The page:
Kefir Health Benefits


Top 7 Kefir Benefits

There are many benefits to probiotic foods, and kefir is no exception. Kefir benefits range from topical to systemic and can impact the state of your daily life and health dramatically. The following are some of the top kefir benefits around.

1. Boosts Immunity

2. Builds Bone Strength

3. Potentially Fights Cancer

4. Supports Digestion and Combats IBS

5. Improves Allergies

6. Heals Skin

7. Improves Lactose Intolerance Symptoms

Types of Kefir

You’ll be happy to know that even if you cannot tolerate having any dairy, there are types of kefir that are still rich in probiotics and have plenty of healthy kefir benefits but are completely lactose- and dairy-free. There are essentially two main types of kefir, and they differ in multiple ways.

The two types of kefir are milk kefir (made from cow, sheep or goat milk but also from coconut milk) and water kefir (made from sugary water or coconut water, both of which do not contain any dairy).

While the base liquid used in different types of kefirs varies, the process for making kefir is still the same. All kefir is made using kefir “grains,” which are a yeast/bacterial fermentation starter. All types of kefirs are similar to kombucha (another healthy probiotic-rich drink favorite) in that they must have sugar either naturally present or else added in order to allow the healthy bacteria to grow and for the fermentation process to take place.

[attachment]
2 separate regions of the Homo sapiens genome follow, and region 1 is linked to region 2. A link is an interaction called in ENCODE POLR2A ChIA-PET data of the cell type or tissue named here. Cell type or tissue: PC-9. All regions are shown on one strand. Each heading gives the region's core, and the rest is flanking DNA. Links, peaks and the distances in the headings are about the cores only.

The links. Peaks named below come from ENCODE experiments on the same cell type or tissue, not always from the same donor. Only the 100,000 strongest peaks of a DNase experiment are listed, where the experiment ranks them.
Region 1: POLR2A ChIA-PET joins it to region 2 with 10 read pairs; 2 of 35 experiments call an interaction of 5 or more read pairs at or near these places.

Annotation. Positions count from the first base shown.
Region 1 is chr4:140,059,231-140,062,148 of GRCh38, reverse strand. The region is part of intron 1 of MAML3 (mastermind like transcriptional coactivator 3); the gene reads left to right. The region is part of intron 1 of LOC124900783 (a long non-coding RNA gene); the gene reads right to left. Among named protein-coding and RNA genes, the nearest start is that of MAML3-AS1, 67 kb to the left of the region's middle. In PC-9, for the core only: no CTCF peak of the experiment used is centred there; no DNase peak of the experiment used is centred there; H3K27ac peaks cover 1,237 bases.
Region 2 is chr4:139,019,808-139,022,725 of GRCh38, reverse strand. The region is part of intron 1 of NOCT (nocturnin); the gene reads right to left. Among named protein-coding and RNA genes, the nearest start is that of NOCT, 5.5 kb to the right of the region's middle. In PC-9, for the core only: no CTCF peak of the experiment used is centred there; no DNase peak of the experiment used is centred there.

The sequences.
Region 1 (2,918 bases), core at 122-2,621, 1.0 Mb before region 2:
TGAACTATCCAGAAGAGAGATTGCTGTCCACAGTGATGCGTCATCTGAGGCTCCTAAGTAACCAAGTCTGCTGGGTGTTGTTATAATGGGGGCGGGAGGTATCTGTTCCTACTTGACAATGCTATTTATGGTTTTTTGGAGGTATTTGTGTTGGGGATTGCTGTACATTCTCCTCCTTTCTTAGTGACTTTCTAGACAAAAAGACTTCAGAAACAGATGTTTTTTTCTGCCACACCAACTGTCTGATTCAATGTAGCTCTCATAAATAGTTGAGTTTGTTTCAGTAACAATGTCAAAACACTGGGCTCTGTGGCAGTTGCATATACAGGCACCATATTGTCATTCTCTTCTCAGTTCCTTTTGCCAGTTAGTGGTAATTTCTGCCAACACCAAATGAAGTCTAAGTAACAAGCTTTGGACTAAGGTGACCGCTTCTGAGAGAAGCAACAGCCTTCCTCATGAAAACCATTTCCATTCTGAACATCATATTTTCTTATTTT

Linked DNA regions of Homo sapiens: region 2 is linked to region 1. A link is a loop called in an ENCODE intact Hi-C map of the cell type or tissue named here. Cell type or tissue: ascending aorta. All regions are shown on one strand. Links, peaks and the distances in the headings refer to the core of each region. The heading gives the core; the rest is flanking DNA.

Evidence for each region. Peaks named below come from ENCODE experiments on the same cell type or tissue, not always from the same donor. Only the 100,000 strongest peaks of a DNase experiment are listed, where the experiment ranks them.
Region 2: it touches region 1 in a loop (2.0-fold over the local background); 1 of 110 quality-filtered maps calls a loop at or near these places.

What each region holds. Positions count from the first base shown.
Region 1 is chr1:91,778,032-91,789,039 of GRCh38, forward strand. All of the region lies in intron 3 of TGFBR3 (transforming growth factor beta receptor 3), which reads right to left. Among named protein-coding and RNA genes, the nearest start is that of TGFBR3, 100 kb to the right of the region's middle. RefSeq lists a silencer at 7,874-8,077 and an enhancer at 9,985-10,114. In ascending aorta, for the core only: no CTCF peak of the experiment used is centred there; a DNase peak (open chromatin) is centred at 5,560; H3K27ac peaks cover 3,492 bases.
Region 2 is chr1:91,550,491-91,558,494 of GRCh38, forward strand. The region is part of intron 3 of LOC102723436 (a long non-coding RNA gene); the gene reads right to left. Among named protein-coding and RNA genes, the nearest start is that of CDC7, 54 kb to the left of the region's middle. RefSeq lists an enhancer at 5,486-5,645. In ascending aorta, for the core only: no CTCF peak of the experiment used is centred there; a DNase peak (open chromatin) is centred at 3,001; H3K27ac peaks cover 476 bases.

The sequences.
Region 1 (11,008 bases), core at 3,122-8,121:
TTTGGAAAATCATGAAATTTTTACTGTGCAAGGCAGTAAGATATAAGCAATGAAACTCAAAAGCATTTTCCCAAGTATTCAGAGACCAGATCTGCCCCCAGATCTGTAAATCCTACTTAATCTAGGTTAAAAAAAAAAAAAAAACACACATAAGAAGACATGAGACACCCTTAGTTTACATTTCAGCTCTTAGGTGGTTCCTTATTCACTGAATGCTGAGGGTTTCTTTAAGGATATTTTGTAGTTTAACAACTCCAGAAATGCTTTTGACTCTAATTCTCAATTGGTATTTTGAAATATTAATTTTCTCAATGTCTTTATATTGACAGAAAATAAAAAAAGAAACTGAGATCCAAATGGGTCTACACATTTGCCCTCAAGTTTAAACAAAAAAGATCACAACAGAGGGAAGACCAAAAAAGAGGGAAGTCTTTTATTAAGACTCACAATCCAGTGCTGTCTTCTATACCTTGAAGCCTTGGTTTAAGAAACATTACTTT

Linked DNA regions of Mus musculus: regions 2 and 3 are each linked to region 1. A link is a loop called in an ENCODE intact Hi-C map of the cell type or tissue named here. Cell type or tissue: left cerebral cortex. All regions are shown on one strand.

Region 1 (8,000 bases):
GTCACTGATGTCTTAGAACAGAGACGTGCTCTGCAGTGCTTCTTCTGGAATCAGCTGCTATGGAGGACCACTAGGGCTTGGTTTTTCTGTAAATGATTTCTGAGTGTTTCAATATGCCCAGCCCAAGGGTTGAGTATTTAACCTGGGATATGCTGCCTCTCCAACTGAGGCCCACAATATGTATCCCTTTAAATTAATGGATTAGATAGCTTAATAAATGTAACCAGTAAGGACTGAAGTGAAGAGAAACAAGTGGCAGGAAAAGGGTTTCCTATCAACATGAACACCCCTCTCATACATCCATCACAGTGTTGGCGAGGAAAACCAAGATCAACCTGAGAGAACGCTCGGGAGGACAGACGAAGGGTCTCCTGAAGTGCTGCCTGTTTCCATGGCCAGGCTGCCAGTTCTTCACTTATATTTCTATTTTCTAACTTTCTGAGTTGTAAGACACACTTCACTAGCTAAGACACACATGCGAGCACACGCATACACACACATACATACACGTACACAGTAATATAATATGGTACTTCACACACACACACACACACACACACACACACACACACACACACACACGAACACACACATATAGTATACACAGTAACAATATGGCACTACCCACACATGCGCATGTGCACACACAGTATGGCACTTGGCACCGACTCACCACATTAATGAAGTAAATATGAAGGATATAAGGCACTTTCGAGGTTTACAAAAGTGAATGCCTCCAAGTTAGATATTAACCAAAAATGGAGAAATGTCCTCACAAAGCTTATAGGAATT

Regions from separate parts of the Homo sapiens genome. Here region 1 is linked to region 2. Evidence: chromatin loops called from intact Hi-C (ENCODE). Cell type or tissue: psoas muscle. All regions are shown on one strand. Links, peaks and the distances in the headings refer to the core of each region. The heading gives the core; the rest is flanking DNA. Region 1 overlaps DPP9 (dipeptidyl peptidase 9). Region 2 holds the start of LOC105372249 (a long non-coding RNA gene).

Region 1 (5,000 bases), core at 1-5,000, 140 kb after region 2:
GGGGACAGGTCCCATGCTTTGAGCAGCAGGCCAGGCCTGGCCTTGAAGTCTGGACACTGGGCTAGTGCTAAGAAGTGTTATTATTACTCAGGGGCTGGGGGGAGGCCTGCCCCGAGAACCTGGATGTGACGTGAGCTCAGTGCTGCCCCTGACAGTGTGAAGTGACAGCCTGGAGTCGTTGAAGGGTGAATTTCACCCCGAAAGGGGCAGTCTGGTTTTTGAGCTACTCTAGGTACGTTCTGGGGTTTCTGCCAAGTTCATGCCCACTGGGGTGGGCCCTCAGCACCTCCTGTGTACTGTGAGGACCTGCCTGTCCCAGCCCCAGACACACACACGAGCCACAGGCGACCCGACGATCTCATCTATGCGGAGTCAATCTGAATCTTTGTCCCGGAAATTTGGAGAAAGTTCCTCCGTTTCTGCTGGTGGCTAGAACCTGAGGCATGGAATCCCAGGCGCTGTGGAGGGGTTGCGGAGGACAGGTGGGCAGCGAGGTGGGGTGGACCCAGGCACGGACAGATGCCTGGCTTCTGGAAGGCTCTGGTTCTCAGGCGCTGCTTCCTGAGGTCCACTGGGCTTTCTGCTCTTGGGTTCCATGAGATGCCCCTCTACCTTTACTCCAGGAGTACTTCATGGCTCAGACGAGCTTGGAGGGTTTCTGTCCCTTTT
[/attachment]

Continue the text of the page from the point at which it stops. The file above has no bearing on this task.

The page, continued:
However, the end result is that both kombucha and kefir are very low in sugar, because the live active yeast essentially “eats” the large majority of the added sugar during the fermenting process.

Milk Kefir

Milk kefir is most often made from goat’s milk, cow’s milk or sheep’s milk.

When making milk kefir, use goat, cow or sheep milk, but you want to always look for a high-quality organic brand to ensure you get the most kefir benefits and avoid any harmful substances found in conventional dairy.

Once fermented, milk kefir has a tart taste that’s somewhat similar to the taste of Greek yogurt. How strong the taste is depends on how long the kefir fermented; a longer fermenting process usually leads to a stronger, tarter taste and even yields some carbonation, which results from the active yeast.

Milk kefir is not naturally sweet on its own, but other flavors can be added to it in order to boost the flavor and make it more appealing. While some people prefer to have kefir plain, many like to have vanilla- or berry-flavored kefirs, similarly to how you will find yogurts flavored and sold.

Beyond just drinking milk kefir, there are other ways to cleverly use it in recipes. Milk kefir can make a great base for soups and stews that would otherwise call for regular buttermilk, sour cream, heavy cream or yogurt. You can substitute plain or flavored kefir for any of these in ingredients in your favorite recipes for baked goods, mashed potatoes, soups and more in order to boost the nutrient content and get all the wonderful kefir benefits.

Coconut Kefir